And ‘How can I expect you/ to direct me?’ does seem to have more tham one level of meaning. How can we expect anyone to show us the way to our spiritual ‘home’? We have to find it all by ourselves. If that’s what the poem says, it’s rather negative. There are people along the way who point us in the right direction, left at the second traffic lights as it were. People we have known personally, and people alive or dead who have made an impact on us - from Socrates to Bob Dylan (see poem by Zettel). A problem with this poem is, who is ‘You’? Who is being asked in vain for help? Someone who can only say, ‘Sorry, I’m a stranger here myself’? The spiritual traveller might be luckier than that. If the lost traveller met Immanuel Kant at the crossroads, and asked if he could give a clue as to where to go next, Kant could say, ‘Only ever act in such a way that the principle of your action could become a universal law’. Which might take a minute or two to sink in - but (for me, anyway) would be a true direction - a philosophical ‘straight on and you can’t miss it’.


V`yonne at 22:45 on 27 January 2008  Report this post
For me anyway, asking Kant - anyone would make no difference.
a philosophical ‘straight on and you can’t miss it’.
is not necessarily the right direction. You end up as Moonie in a mass wedding or as a suicide victim in some cult.
BBC4 on a good day, maybe!
What do the physicists really know? Frank Close is one of my crossroads people and he's pretty skeptical. There are people we trust but do they know the direction or does the direction just suit our views, our vanity?

James Graham at 19:30 on 29 January 2008  Report this post
Oonah, ...a philosophical ‘straight on and you can’t miss it’ is not necessarily the right direction? True - but it might be for some. At the risk of doing the 'asking directions' idea to death, there are things in Kant, Wittgenstein etc that might at least put us on the right road so we could go along for a few miles and ask again!


V`yonne at 20:26 on 29 January 2008  Report this post
Kant I might concede. Wittgenstein got lost up his own verbosity a bit I seem to recall. You have to use language to describe the world but language is itself too impresice to do so, so that you have to reduce it to logic and end up saying nothing at all... Russell thought he was either a genius or spouting rubbish. Then you get Breton and the surealists using language to effect the antithesis of meaning in order to get to the absurd, Genet getting carted off stage to the asylum etc.

I think there is some truth in everything around us but THE TRUTH...I'm not sure that exists.

Enough of this philosphising. I'm off to study the phenominolgy of a cup of tea. :)



Of course that was Artaud that got trussed up in a straight jacket...

Elsie at 22:28 on 29 January 2008  Report this post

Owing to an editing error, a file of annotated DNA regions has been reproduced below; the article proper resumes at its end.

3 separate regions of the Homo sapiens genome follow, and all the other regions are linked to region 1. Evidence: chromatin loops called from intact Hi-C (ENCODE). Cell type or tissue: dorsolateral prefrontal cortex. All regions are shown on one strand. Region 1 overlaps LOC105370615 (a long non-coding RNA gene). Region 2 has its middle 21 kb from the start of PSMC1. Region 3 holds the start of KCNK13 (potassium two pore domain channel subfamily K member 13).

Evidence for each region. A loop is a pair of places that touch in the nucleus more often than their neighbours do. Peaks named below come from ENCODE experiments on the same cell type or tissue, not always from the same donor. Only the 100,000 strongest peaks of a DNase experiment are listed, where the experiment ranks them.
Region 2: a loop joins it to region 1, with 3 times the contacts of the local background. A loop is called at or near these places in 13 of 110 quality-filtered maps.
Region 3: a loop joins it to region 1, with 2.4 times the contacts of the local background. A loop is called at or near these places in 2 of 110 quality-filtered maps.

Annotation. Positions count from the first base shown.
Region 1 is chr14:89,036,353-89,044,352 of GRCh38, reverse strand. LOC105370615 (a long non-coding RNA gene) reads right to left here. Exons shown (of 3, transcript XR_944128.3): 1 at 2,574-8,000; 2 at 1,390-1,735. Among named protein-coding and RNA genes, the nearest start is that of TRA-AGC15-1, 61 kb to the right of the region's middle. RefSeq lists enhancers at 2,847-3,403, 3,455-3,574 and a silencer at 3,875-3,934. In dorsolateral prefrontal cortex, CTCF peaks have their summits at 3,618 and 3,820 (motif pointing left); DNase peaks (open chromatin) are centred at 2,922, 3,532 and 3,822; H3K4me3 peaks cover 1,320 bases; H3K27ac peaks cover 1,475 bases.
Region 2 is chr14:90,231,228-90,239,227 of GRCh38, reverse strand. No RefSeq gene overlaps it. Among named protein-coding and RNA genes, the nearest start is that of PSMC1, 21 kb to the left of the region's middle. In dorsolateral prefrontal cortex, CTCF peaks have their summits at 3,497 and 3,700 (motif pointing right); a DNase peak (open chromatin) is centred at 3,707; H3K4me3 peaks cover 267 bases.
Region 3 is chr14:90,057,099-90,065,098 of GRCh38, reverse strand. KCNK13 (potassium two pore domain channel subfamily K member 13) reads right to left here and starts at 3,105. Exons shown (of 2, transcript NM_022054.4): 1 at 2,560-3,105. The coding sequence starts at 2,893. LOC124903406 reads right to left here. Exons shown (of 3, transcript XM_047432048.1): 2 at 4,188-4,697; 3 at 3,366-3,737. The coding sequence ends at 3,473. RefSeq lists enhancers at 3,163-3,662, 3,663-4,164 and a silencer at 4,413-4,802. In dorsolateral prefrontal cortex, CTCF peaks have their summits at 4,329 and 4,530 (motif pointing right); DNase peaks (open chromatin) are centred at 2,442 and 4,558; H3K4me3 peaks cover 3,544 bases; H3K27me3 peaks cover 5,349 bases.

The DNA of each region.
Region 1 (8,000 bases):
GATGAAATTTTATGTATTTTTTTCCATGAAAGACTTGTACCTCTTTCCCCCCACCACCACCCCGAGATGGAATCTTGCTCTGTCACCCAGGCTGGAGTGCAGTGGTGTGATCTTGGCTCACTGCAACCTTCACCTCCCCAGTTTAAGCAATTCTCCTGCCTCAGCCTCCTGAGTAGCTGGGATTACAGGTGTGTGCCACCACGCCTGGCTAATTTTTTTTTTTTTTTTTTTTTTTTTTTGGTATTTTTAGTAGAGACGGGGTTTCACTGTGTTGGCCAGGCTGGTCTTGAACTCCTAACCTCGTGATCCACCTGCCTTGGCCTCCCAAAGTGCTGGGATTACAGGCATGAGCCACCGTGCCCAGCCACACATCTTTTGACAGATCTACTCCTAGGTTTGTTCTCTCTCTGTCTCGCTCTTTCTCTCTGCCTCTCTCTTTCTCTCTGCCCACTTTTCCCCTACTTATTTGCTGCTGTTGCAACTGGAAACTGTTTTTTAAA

There's something gorgeously inside out about this - the idea that you haven't lost it through forgetfulness or misadventure, but not yet found it - but you'll know it when you do. It makes me think of the elusiveness of those kind of dreams when you wake thinking you've discovered something profound, but it slips away from you. And Ontario - I lived there for a while as a kid - in 1967.

Tina at 21:15 on 06 February 2008  Report this post

I know I am late to this and I havent properly read all of the above but this feels like a LINGERING poem - your thoughts / writings refelcting on places where memories lie like a mist - or are actively moving like a mist - I have been wrestling with writing about the events of the Jan 08 and the idea that we pass through these times but that the time lingers/ slows and stays with us beyond the linear. Does that make sense to you? Not managed to get very far with it yet - will post maybe but quite 'personal' writing - soemthing you have managed to walk the line of here and find a balance. It has a wonderfully backwards/ forwards feeling like you are teetering on a see saw of times past and future - of the moment and the moment lost. I particualrly like the last few lines - very enjoyable thanks.

James Graham at 19:19 on 07 February 2008  Report this post
Yes Tina, I think I know what you mean. I do recall in the past having a sense that things that were happening in ‘normal’ time seemed unreal - the mail that arrives one morning and that we have to deal with, or something we have to do next Tuesday. This is when we have just been through an intense time, something upsetting and disorienting. It reaches a stage when it seems ‘over’ and yet ‘not over’ at the same time. I’m sure this is a real perception.

When I re-read this poem having put it aside for a while, it does seem in an odd way to have no bearings, no location in time or place. I’m slightly disturbed by it myself! It wasn’t written in any kind of turmoil - far from it. The idea came to me simply after asking someone for directions in Paris, and it developed into a piece that tried to touch on different meanings of being ‘lost’ and ‘asking the way’. Maybe it has managed to rise above its humble beginnings. Your response seems to suggest that it has.

Thanks too to Oonah and Elsie. The poem is 'backwards-forwards', 'inside out', surreal, absurd? Good...it wasn't a waste of time then.


Tina at 10:08 on 09 February 2008  Report this post

Interesting what you say - maybe it is that I have been through a very disorienting time and that is how I am reading your writing - it is my ownership of your work?? Maybe?